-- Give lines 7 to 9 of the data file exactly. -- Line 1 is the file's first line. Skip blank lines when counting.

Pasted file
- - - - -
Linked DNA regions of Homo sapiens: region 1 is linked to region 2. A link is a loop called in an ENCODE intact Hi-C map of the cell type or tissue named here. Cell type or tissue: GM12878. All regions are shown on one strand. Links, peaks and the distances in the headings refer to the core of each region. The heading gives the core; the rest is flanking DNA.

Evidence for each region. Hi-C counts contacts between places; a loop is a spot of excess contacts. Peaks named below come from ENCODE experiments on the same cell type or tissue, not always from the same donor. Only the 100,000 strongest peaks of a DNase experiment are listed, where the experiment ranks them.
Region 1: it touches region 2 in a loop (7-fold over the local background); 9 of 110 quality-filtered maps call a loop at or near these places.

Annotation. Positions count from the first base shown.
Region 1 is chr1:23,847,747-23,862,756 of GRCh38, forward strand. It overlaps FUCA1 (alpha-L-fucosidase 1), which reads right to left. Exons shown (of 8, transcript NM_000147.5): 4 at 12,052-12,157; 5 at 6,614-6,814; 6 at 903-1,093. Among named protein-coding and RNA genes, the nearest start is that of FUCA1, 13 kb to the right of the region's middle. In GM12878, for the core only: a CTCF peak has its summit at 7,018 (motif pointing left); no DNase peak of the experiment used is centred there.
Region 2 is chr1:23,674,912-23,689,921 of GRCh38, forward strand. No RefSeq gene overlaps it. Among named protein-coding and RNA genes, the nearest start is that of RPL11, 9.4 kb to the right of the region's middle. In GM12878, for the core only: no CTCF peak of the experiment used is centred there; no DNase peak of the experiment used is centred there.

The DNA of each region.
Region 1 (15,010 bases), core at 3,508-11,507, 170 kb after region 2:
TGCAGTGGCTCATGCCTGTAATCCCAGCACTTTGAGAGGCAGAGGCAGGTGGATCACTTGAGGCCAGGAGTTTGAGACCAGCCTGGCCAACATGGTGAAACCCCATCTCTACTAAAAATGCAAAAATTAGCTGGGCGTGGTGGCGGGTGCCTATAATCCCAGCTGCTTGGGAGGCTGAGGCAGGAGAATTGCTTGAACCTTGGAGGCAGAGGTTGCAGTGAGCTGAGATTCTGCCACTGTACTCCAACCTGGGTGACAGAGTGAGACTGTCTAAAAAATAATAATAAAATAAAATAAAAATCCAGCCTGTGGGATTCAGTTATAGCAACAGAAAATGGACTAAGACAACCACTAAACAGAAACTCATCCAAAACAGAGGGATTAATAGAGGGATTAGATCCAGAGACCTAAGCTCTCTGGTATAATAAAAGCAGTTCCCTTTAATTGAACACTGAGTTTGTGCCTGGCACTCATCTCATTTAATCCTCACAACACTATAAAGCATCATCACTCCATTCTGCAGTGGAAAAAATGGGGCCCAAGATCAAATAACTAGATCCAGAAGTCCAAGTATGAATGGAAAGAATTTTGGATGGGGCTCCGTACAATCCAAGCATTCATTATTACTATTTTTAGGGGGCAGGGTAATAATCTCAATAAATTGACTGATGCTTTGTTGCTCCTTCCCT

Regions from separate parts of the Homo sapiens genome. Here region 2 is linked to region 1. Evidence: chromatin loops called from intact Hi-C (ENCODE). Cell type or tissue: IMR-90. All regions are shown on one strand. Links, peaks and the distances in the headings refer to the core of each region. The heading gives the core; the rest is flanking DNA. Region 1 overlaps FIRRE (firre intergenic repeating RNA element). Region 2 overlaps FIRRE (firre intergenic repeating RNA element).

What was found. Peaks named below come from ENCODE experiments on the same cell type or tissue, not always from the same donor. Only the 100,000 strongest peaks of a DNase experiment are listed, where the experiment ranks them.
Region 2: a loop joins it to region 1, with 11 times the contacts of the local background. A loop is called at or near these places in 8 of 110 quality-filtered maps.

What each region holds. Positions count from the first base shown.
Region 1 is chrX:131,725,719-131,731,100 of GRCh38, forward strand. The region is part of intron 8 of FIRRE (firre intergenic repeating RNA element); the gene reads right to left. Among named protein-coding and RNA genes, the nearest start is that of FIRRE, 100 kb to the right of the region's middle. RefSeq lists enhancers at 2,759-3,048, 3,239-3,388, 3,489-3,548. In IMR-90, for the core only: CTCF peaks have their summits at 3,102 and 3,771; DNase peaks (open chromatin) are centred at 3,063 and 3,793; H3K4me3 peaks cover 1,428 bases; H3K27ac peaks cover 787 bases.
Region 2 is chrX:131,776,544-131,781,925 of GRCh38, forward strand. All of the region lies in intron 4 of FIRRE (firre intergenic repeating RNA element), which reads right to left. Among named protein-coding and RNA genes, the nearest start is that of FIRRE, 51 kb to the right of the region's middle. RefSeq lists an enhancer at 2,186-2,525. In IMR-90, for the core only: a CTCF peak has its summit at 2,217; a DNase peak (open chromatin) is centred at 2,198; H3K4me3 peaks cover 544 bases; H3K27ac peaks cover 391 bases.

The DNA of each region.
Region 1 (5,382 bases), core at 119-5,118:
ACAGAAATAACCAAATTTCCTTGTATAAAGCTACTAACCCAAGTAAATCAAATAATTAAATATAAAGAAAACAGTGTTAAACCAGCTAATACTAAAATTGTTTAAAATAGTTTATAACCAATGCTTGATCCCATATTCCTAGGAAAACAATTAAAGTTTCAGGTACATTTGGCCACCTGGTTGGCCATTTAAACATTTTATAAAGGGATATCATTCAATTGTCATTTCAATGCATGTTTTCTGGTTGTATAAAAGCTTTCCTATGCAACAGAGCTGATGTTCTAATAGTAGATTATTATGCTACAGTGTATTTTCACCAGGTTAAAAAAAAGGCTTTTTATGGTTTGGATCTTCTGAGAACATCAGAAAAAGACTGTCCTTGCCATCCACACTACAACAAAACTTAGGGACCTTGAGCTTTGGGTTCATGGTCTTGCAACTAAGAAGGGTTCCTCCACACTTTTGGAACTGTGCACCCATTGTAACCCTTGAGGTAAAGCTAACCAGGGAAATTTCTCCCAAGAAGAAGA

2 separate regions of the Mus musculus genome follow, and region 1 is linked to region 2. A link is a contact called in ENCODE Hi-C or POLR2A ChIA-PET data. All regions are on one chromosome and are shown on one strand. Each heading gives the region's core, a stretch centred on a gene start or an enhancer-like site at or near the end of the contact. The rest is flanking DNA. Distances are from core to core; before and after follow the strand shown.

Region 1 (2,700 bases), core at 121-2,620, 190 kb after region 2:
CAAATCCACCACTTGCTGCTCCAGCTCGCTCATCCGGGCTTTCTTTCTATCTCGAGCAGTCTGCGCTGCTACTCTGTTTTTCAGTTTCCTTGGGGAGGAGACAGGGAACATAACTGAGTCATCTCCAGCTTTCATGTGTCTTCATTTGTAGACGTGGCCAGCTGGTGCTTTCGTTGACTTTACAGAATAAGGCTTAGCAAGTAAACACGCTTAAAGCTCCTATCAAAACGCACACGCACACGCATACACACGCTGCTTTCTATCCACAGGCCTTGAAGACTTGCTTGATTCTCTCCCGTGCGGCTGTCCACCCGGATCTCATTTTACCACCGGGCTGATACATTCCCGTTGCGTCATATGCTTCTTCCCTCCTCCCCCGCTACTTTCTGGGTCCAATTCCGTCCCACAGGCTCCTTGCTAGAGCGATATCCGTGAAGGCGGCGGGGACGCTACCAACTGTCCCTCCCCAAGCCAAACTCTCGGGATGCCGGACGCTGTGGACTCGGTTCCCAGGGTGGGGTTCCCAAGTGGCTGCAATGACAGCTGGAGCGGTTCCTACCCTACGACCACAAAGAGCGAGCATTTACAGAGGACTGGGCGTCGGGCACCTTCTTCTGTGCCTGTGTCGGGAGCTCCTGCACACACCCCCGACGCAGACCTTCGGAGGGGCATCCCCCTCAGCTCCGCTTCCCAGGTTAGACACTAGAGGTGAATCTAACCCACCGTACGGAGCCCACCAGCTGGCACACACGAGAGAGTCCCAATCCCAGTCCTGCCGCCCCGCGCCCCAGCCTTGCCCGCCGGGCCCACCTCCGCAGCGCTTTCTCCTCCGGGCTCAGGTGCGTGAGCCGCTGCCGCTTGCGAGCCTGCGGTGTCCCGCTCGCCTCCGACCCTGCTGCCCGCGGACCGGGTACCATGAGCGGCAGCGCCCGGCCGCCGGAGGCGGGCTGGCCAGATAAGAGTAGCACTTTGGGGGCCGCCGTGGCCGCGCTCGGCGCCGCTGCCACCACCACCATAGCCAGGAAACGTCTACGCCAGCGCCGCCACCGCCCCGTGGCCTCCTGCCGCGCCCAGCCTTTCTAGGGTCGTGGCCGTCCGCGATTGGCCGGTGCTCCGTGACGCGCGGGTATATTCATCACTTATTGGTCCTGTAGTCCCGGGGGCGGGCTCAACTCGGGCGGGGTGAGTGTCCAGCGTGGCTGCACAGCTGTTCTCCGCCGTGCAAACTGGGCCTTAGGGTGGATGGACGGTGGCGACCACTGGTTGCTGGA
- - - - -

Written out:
The DNA of each region.
Region 1 (15,010 bases), core at 3,508-11,507, 170 kb after region 2:
TGCAGTGGCTCATGCCTGTAATCCCAGCACTTTGAGAGGCAGAGGCAGGTGGATCACTTGAGGCCAGGAGTTTGAGACCAGCCTGGCCAACATGGTGAAACCCCATCTCTACTAAAAATGCAAAAATTAGCTGGGCGTGGTGGCGGGTGCCTATAATCCCAGCTGCTTGGGAGGCTGAGGCAGGAGAATTGCTTGAACCTTGGAGGCAGAGGTTGCAGTGAGCTGAGATTCTGCCACTGTACTCCAACCTGGGTGACAGAGTGAGACTGTCTAAAAAATAATAATAAAATAAAATAAAAATCCAGCCTGTGGGATTCAGTTATAGCAACAGAAAATGGACTAAGACAACCACTAAACAGAAACTCATCCAAAACAGAGGGATTAATAGAGGGATTAGATCCAGAGACCTAAGCTCTCTGGTATAATAAAAGCAGTTCCCTTTAATTGAACACTGAGTTTGTGCCTGGCACTCATCTCATTTAATCCTCACAACACTATAAAGCATCATCACTCCATTCTGCAGTGGAAAAAATGGGGCCCAAGATCAAATAACTAGATCCAGAAGTCCAAGTATGAATGGAAAGAATTTTGGATGGGGCTCCGTACAATCCAAGCATTCATTATTACTATTTTTAGGGGGCAGGGTAATAATCTCAATAAATTGACTGATGCTTTGTTGCTCCTTCCCT